We begin this season with a strange contradiction. Lent is a word that means spring, but the first day of Lent is marked with something very un-springlike. We begin with Ash Wednesday. On that day we use something that is, literally and symbolically, the very opposite of blooming daffodils: ashes. There is a beauty to the Ash Wednesday crosses themselves—looking around and seeing the visible cross with which we were marked at baptism is beautiful and moving. But their gritty, dirty feel is the vivid reminder of sin, death, brokenness, destruction and the ultimate annihilation that the world pronounces over us and it can sometimes overshadow the very grace with which these crosses mark us.
One of my favorite poems by T.S. Eliot, The Hollow Men, ends with these lines:
This is the way the world ends,
This is the way the world ends,
This is the way the world ends.
Not with a bang but a whimper.
This very melancholy poem, written in 1925, is a good example of many writings of this period of time right after WWI. It was an era when humanity witnessed for the first time on a global scale our capability for destruction and death; our ability to be remarkably and profoundly inhuman with one another. It was as if the whole world was marked with ash, and war and evil had the last word. The final pronouncement: life obliterated. Darkness wins.
It is in this sort of dark place that we begin this journey, a poignant reminder of our inescapable humanness, our mortality, our brokenness. This is the way the world ends.
Or is it? …..
Last weekend I was at Isle of Palms in Charleston, SC in the middle of a significant winter storm. I always think of lighthouses when I’m at the beach, especially the Carolina beaches where there are so many around, but this time I thought of them because of the terrible wind, ice and cold. I wonder about what it must have looked like to those coming in to land on the shores of these beaches long ago; to sail around the barrier islands in the middle of the night. In the middle of a storm, with bitter wind churning the sea and tiny bullets of frozen rain pelting down, what must that have been like? In good weather, there would have been stars and the moon to get your bearings, but in bad weather, there would be no light from the heavens to guide you.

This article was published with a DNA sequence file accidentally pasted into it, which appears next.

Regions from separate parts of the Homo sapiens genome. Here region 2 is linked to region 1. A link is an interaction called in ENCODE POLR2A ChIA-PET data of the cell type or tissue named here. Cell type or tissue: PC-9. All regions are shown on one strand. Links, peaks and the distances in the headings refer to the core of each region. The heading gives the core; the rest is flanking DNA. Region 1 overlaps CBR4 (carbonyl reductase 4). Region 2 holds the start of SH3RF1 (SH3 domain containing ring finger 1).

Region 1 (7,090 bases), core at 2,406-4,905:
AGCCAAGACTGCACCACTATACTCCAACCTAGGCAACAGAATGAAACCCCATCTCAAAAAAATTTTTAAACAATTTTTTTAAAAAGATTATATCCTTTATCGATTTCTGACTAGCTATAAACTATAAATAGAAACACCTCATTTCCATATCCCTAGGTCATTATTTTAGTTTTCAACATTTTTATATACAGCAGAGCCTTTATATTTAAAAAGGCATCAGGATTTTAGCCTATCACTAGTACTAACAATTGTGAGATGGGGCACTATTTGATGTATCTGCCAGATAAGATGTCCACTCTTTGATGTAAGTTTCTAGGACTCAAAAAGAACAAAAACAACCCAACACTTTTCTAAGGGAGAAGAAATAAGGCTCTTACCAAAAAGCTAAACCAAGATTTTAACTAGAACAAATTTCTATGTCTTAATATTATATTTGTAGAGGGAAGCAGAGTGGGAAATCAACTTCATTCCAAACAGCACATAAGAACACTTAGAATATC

As I stood in the warm, dry and quite safe Lutheran Costal Retreat Center looking out into the frigid, lightless night, I thought of what remarkable and profound hope the sight of a lighthouse must have been to sea captains and sailors on nights like this.
In our gospel lesson for today, Jesus is just getting started in what will be a roughly three chapter sermon. It began with the beatitudes from last week’s text: all those “blessed”s. Today, he continues to teach his followers about the kingdom of heaven and how the people of that kingdom act in this world. Jesus uses the symbolic image of light and it must have been one of his favorites because he uses it frequently!
In this section he tells his disciples and us: You are the light of the world! ….
Let you light so shine before others that they may see your good works and glorify your father in heaven. We have those words in our baptismal rite. Just after the central piece of the baptism, the water part, the family or sponsors present a lighted candle to the newly baptized and say those very words. That is a very important part of our baptism and of who we are as citizens of the kingdom of heaven. We’ve all been given light; light that come from Jesus himself.
Makes me think of that children’s song: this little light of mine. Can you remember it? It is simple but it teaches a profound truth. No matter how little we are, we have light. No matter how small, insignificant, helpless or even powerless we may feel, we still have that light…..